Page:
Back to Fear Street – #1, The New Girl and #2, The Surprise Party
It’s a new year, and I have a new resolution. My resolution doesn’t involve improving my health and physical well-being or becoming a better, nicer person. No, my resolution is something I think I can actually pull off – reading at least two Fear Street books a month, in order, and blogging about them! Fear Street is a teenage horror series written by R.L. Stine that started in 1989 and continues to this day. In fact, a new installment in the series, Return to Fear Street: You May Now Kill the Bride, will be out in August 2018. You might also recognize Stine’s name from his other series, particularly Goosebumps and Mostly Ghostly. The Fear Street series targeted an older audience and basically dealt with strange, mysterious, and often terrifying happenings that occurred in the fictional city of Shadyside, Ohio, which involved teenagers who lived either on or around Fear Street. I used to read Fear Street books all the time in the early 90’s and haven’t read any of them in probably over twenty years. So I was interested in re-exploring them for nostalgia’s sake but also interested in seeing how they hold up when read through the eyes of a soon-to-be 36-year-old. I’m not planning on giving away any spoilers but just giving my opinion on whether the books hold up. I can do this! So let’s go!
The New Girl (Fear Street, #1) – The first book in the Fear Street series is The New Girl. It’s about a teenage boy, Cory Brooks, who falls for a mysterious new girl at his school. The girl lives on Fear Street (yes, there’s an actual Fear Street named after a family who changed their name from Fier to Fear), and the story follows Cory’s adventures in trying to figure out who she is all while receiving threatening messages telling him to stay away from her. On Goodreads, I gave this book 2/5 stars, and here’s why. The premise was interesting enough, and it’s been so long since I’ve read this book that I had forgotten the twist ending. However, the book is only 168 pages, which leaves little room for real character development, especially when there are so many other characters involved. This is something I didn’t notice when reading Fear Street as a kid – that the books are so short. Most seem to be less than 180 pages. So lack of character development may be an ongoing issue as I go through this series again. Another issue with the book being so short is that it moves very swiftly to the conclusion, which means that characters, particularly our main character, have to make decisions that seem a bit ridiculous. For example, on more than one occasion Cory goes to Fear Street in the middle of the night because he gets a call from this mysterious new girl who he doesn’t even really know. Now, I know he’s a teenager and therefore prone to make stupid decisions, so maybe this is less a flaw of the book and more of me reading through the eyes of a somewhat mature adult.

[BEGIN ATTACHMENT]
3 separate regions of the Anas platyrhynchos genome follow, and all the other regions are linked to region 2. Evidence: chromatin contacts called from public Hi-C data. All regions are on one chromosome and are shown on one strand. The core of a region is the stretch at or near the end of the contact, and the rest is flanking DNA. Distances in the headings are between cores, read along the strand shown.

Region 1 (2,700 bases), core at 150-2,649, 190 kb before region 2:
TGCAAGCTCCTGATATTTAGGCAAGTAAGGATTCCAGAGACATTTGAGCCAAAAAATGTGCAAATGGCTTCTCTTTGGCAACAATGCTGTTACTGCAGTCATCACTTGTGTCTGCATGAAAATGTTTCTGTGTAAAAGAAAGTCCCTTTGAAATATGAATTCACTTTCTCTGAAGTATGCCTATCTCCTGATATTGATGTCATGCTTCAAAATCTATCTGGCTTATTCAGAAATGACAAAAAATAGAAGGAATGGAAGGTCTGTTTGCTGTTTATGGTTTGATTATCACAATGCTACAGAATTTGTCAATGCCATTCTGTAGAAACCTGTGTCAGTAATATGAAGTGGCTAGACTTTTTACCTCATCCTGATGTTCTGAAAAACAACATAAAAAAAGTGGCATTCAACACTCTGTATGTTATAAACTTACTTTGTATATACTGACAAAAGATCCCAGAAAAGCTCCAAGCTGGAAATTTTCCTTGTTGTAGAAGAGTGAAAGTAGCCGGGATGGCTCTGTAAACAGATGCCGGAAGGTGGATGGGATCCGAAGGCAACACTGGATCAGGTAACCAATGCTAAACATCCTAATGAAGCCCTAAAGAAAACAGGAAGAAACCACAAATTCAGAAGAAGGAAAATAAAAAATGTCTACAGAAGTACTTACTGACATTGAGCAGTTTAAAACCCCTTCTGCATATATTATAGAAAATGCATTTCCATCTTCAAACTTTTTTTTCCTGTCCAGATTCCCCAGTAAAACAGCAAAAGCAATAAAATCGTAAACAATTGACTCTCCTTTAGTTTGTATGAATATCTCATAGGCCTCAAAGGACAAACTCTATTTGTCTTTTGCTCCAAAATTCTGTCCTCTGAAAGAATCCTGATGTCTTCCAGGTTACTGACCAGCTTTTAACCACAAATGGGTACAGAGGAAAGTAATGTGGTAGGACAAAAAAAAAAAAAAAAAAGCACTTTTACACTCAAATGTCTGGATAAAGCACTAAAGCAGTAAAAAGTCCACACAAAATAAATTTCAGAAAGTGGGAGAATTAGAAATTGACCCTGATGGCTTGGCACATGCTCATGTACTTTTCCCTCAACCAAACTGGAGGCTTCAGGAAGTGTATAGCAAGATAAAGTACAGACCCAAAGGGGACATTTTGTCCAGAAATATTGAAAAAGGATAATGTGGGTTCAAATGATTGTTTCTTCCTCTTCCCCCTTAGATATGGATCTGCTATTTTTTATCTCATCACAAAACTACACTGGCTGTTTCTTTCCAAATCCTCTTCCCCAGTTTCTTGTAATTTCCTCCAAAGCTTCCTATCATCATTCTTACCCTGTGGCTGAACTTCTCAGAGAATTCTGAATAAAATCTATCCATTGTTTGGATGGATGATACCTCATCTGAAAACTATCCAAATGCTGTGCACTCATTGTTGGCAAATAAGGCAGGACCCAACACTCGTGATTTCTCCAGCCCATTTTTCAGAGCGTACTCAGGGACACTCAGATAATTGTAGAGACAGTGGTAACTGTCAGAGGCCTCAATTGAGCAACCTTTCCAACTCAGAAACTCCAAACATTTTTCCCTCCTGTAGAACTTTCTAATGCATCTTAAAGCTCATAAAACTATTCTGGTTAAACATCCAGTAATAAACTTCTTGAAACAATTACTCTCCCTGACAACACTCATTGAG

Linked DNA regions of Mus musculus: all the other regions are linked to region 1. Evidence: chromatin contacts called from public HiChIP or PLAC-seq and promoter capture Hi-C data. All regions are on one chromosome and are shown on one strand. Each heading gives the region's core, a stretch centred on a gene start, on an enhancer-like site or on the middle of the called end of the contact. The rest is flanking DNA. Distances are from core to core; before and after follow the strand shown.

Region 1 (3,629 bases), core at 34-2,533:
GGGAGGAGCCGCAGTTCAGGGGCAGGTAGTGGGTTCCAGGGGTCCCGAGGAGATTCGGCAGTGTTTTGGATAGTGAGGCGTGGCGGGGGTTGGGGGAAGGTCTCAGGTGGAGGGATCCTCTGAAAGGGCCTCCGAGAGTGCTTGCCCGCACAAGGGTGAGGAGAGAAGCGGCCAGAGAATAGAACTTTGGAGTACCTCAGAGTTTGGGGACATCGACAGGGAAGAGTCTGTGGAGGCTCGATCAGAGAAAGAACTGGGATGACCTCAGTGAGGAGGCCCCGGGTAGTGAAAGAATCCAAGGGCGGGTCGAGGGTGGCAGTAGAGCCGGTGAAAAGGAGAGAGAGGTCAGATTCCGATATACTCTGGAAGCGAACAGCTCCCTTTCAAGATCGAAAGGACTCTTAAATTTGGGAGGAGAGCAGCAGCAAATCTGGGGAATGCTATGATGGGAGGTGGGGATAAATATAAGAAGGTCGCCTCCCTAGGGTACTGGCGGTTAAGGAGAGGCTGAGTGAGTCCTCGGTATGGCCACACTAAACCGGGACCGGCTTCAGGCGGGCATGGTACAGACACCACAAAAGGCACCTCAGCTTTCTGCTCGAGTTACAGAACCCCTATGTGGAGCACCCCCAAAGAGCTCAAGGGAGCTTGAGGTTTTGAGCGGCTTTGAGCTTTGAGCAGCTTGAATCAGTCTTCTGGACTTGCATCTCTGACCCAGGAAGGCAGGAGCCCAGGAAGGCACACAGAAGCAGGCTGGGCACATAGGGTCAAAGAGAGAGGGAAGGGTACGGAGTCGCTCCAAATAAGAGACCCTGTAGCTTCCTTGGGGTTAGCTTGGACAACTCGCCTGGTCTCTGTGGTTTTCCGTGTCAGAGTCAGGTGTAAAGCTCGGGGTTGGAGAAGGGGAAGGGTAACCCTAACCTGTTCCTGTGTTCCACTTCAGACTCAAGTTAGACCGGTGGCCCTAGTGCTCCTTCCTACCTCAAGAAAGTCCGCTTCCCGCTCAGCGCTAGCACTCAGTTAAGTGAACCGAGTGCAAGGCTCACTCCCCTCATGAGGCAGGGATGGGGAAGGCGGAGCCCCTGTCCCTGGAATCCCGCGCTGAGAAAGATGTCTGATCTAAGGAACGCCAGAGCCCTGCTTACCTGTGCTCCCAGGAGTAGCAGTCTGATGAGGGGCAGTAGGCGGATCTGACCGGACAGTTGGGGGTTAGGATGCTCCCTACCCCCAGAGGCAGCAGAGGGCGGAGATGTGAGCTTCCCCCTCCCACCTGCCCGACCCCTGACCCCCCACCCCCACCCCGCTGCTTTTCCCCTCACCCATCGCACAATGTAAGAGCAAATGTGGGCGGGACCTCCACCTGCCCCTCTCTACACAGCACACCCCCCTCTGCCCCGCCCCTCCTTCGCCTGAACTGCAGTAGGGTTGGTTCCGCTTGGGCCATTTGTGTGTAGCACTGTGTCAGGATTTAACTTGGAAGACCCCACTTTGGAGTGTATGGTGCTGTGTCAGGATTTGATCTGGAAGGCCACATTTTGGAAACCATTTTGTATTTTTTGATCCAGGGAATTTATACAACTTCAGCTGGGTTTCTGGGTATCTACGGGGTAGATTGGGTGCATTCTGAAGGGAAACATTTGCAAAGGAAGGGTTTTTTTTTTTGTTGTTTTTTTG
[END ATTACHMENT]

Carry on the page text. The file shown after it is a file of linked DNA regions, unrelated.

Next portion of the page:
My biggest issue, however, with The New Girl actually has to do with some very unnecessary updates. The edition of the book I read is from 2006, and for some reason someone decided that updates needed to be made for newer, younger readers. For example, in one scene Cory is listening to an iPod, whereas in the original he was listening to a Walkman. Some other examples include Cory’s best friend renting The Lord of the Rings (which I assumed was a reference to the Peter Jackson movie) and a school dance playing songs by Missy Elliot and Kanye West. I don’t remember the songs originally included in the book, but a look at Billboard’s Top 100 Hot Songs of 1989 included “Smooth Criminal” by Michael Jackson, “My Prerogative” by Bobby Brown, “Miss You Much” by Janet Jackson, and “Bust a Move” by Young MC, so yeah I’ll take those please! These updates took me out of the story because they were unnecessary. People read books all the time that were written years before they were born and include references that they might not understand. Plus, updating is a slippery slope. The book includes Missy Elliot, Kanye West and iPods but makes no mention of cell phones. Also, our main characters have to make a special trip to the library just to use the computer, which I’m pretty sure was a less common activity in 2006 than it was in 1989 when the book was originally written. Now that I’m aware of these updates, I’ll try to stick to the original versions.